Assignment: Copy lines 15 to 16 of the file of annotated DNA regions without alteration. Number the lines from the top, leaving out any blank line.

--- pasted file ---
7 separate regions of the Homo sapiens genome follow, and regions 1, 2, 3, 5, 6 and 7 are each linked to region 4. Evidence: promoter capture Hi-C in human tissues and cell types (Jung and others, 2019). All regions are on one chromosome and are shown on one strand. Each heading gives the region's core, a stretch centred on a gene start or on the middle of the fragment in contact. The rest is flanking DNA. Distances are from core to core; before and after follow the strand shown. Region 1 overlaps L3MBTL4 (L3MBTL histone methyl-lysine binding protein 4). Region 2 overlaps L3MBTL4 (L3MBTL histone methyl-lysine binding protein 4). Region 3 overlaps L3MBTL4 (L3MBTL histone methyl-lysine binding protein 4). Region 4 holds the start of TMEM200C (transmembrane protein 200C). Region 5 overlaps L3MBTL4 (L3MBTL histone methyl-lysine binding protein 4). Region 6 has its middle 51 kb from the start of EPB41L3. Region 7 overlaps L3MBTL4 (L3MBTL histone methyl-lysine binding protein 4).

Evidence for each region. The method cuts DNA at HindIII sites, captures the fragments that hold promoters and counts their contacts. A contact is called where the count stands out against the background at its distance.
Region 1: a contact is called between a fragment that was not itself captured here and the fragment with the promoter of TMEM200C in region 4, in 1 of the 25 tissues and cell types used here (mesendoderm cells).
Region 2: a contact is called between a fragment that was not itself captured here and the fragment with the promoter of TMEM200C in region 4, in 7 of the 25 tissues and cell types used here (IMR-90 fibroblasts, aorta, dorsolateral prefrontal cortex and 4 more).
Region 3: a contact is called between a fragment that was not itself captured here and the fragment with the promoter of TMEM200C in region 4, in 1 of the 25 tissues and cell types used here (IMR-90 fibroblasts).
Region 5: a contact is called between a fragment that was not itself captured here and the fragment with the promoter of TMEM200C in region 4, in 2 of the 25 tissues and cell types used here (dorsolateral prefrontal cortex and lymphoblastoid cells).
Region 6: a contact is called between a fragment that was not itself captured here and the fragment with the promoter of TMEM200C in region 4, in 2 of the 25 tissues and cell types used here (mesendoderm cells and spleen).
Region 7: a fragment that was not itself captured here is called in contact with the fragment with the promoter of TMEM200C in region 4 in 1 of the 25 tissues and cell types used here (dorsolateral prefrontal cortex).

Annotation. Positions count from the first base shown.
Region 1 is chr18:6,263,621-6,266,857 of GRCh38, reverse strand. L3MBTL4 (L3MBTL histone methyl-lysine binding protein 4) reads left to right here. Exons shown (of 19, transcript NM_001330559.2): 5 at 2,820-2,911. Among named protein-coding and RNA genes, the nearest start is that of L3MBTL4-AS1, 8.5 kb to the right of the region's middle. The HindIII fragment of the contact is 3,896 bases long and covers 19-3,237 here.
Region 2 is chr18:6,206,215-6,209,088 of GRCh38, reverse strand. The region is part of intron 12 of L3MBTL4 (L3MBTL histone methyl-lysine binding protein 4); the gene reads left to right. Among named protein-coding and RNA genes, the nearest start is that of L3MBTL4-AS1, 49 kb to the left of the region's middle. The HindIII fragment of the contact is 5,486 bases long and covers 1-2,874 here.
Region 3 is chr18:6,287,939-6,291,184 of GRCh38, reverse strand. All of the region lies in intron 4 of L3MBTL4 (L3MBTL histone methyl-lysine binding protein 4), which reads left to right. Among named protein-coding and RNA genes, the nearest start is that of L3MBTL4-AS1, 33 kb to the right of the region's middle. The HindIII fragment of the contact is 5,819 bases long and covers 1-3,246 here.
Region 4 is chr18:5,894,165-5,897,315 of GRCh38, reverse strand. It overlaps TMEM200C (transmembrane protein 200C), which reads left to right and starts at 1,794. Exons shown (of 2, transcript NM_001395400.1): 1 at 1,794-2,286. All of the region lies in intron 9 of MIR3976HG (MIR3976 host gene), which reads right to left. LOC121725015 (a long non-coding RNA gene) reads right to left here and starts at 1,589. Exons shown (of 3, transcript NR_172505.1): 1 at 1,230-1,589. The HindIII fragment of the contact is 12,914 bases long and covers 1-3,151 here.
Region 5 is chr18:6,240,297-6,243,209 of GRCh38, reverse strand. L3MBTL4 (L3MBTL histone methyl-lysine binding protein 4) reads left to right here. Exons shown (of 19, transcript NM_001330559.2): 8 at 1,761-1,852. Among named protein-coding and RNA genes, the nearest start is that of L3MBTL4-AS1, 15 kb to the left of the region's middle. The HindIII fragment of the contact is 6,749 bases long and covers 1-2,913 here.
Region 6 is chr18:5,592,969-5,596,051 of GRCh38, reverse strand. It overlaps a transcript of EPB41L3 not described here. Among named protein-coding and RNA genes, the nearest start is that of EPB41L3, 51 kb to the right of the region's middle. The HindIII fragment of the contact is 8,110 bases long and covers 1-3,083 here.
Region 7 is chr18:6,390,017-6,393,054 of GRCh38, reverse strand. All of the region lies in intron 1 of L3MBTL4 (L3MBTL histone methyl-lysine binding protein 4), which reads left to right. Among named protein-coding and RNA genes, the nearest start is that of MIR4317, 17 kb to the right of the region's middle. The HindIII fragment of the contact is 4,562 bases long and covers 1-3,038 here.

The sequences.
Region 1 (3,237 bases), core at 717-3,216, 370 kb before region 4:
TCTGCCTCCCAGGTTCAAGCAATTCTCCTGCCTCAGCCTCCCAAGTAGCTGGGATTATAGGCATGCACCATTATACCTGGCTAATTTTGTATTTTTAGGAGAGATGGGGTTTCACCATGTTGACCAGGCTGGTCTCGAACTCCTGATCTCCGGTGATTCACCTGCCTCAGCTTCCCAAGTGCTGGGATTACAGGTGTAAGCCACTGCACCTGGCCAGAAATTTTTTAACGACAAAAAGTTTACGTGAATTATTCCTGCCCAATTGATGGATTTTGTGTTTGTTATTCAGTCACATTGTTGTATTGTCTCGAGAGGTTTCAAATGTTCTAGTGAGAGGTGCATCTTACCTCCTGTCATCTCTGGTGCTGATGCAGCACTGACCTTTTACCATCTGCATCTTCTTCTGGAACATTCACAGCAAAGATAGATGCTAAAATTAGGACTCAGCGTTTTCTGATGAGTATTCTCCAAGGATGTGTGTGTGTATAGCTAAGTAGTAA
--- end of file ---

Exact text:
Region 6 is chr18:5,592,969-5,596,051 of GRCh38, reverse strand. It overlaps a transcript of EPB41L3 not described here. Among named protein-coding and RNA genes, the nearest start is that of EPB41L3, 51 kb to the right of the region's middle. The HindIII fragment of the contact is 8,110 bases long and covers 1-3,083 here.
Region 7 is chr18:6,390,017-6,393,054 of GRCh38, reverse strand. All of the region lies in intron 1 of L3MBTL4 (L3MBTL histone methyl-lysine binding protein 4), which reads left to right. Among named protein-coding and RNA genes, the nearest start is that of MIR4317, 17 kb to the right of the region's middle. The HindIII fragment of the contact is 4,562 bases long and covers 1-3,038 here.